Mao then wrote articles saying that the government then knew who the infidels were. He launched his Anti-Rightist campaign. A lot of bourgeois people were fired from their jobs, and sent to reeducation camps. Many people suicided, were executed or never heard from again. Unsurprisingly, the famine in China resulted in about thirty million deaths.

Beginning in the late 1950’s, over the next decade, Ji dutifully did the jobs he was assigned. For months at a time, he alternated between going to rural areas to help with manual labor, and sitting at Zhou Enlai’s side, sometimes even at Mao’s side– interpreting at diplomatic meetings.

In August 1966, a group of adolescents comprised of sociopathic sadists supplied with weaponry– also known as the Red Guards– terrorized anyone accused of disloyalty to Communist ideology (i.e., ownership by the dictatorial State, rather than ownership by private parties, of the means of production; plus other conditions). Anyone could be an accuser. Mao encouraged everyone to be snitches. The victims of violence also included embassy personnel of the former Soviet Union, India and Burma. Not to mention, in August 1967, people in the British consulate.

While ugliness raged in China and was exacerbated with U.S. intervention in Vietnam, there was a similarity with the two countries’ leadership. Zhou Enlai’s role under Mao was like vice president Hubert Humphrey’s under president Lyndon Johnson’s. The second fiddles both obeyed their bosses to keep their jobs, even though their bosses’s actions caused an excessive number of needless deaths and ruined lives.

Read the book to learn much more about the history of China, and Ji’s life and times.

Hopes Dies Last

The Book of the Week is “Hope Dies Last, The Autobiography of Alexander Dubcek” with Jiri Hochman, published in 1993.

In 1920, Czechoslovakia became a sovereign state. In the nineteenth century, Slovakia had been under the thumb of the Hungarians, but it currently has its own identity, culture and language.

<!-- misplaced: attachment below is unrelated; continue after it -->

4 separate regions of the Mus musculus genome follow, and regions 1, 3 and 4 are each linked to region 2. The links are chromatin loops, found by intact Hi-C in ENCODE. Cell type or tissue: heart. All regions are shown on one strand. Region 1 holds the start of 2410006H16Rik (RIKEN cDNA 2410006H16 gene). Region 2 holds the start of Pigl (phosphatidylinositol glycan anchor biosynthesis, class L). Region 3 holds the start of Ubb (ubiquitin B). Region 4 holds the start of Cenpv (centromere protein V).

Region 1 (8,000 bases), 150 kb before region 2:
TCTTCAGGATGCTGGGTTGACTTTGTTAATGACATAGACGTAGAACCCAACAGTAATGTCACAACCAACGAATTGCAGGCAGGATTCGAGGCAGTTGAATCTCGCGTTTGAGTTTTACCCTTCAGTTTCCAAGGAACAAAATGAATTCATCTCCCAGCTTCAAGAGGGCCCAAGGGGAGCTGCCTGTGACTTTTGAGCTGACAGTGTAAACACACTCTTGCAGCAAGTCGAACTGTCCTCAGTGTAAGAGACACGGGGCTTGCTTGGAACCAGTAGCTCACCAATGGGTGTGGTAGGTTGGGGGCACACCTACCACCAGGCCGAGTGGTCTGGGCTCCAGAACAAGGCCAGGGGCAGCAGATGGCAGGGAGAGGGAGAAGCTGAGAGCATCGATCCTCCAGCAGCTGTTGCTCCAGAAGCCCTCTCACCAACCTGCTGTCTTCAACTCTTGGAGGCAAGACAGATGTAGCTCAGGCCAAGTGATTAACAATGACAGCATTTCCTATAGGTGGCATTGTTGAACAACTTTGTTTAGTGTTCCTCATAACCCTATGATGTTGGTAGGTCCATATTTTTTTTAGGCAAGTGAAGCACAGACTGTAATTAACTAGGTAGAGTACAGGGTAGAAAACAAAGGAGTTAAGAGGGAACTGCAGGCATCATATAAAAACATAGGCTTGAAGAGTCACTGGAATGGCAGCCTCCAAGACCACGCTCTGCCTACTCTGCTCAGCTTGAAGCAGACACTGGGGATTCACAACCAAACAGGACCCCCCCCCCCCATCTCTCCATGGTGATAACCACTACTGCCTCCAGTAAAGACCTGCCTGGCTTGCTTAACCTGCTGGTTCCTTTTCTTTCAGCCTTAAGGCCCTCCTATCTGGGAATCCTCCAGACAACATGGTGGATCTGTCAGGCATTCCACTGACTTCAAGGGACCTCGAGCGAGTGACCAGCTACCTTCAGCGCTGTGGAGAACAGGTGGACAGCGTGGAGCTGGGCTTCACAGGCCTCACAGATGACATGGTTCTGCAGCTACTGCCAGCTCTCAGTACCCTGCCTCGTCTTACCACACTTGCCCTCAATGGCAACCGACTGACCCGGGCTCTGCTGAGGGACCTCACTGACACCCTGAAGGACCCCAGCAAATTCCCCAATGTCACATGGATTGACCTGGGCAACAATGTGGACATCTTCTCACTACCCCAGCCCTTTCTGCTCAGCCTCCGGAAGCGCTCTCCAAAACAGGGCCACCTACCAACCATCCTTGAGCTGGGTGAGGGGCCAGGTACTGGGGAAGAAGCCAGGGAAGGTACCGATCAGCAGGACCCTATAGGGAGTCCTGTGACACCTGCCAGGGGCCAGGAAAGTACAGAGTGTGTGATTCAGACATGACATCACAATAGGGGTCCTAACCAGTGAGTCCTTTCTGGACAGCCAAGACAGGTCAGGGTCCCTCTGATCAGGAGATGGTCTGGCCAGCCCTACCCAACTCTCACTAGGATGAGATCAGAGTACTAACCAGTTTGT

History has its fools. Dubcek was one of them. However, such a tragic figure inspires optimism– that helps oppressed people function, that helps them survive until they see better days.

Born in November 1921 in what is now Slovakia, Dubcek– who had an older brother, moved with his family every few years around what is now the former Soviet Union. His parents had briefly lived in Chicago prior to his birth. They were socialists and studied Marxism. In autumn 1921, his father became chairman of the newly formed Czechoslovak Communist Party, and was also a carpenter.

In spring 1925, the family moved to Kyrgyzstan to help build infrastructure for a famine-plagued area, through the auspices of an organization of a couple of hundred Eastern Europeans who sought to do cooperative charitable works. It was there that Dubcek became fluent in the Russian language, in addition to Czech and Slovak.

In March 1939, when Adolf Hitler took over Czechoslovakia, “Czechs, Jews, Communists and Social Democrats were declared public enemies. Remaining civil and political rights were terminated and anti-Semitic laws were imposed.” Dubcek’s family was Christian, and his homeland (Slovakia) was forced to fight for the Axis powers.

At seventeen years of age, Dubcek joined the (then-illegal) Communist Party like his father before him. He hid Party documents in his family pet’s doghouse, where they weren’t found by the oppressive ruling authorities. The Party’s main activity was the distribution of leaflets, which became more dangerous in 1940. However, the Nazi invasion of Russia in June 1941 was viewed as good news by the Slovaks.

Dubcek and his brother got jobs at an arms factory, working at a lathe. Their Monday through Saturday commute was rigorous: wake up at 3am to walk five miles to the train station; take the train; walk another two and a half miles to the workplace. Do it in reverse at shift’s end. Otherwise, they wouldn’t eat.

In spring and summer of 1944, Slovak partisans (which included Dubcek and his brother) and the Czech Army engaged in guerrilla warfare in the Slovakian countryside, where the Germans were committing atrocities.

In early 1945, the Soviets took over Czechoslovakia, instituting land reform and national health care while telling the people there would be full employment.

In March 1945, Soviet troops came in after the time the Nazis were all but defeated, to grab the glory. The Soviets’ war propaganda convinced the Czech people that Russia beat Germany, and anti-fascism was good, so their Communist system became preferable to Germany’s.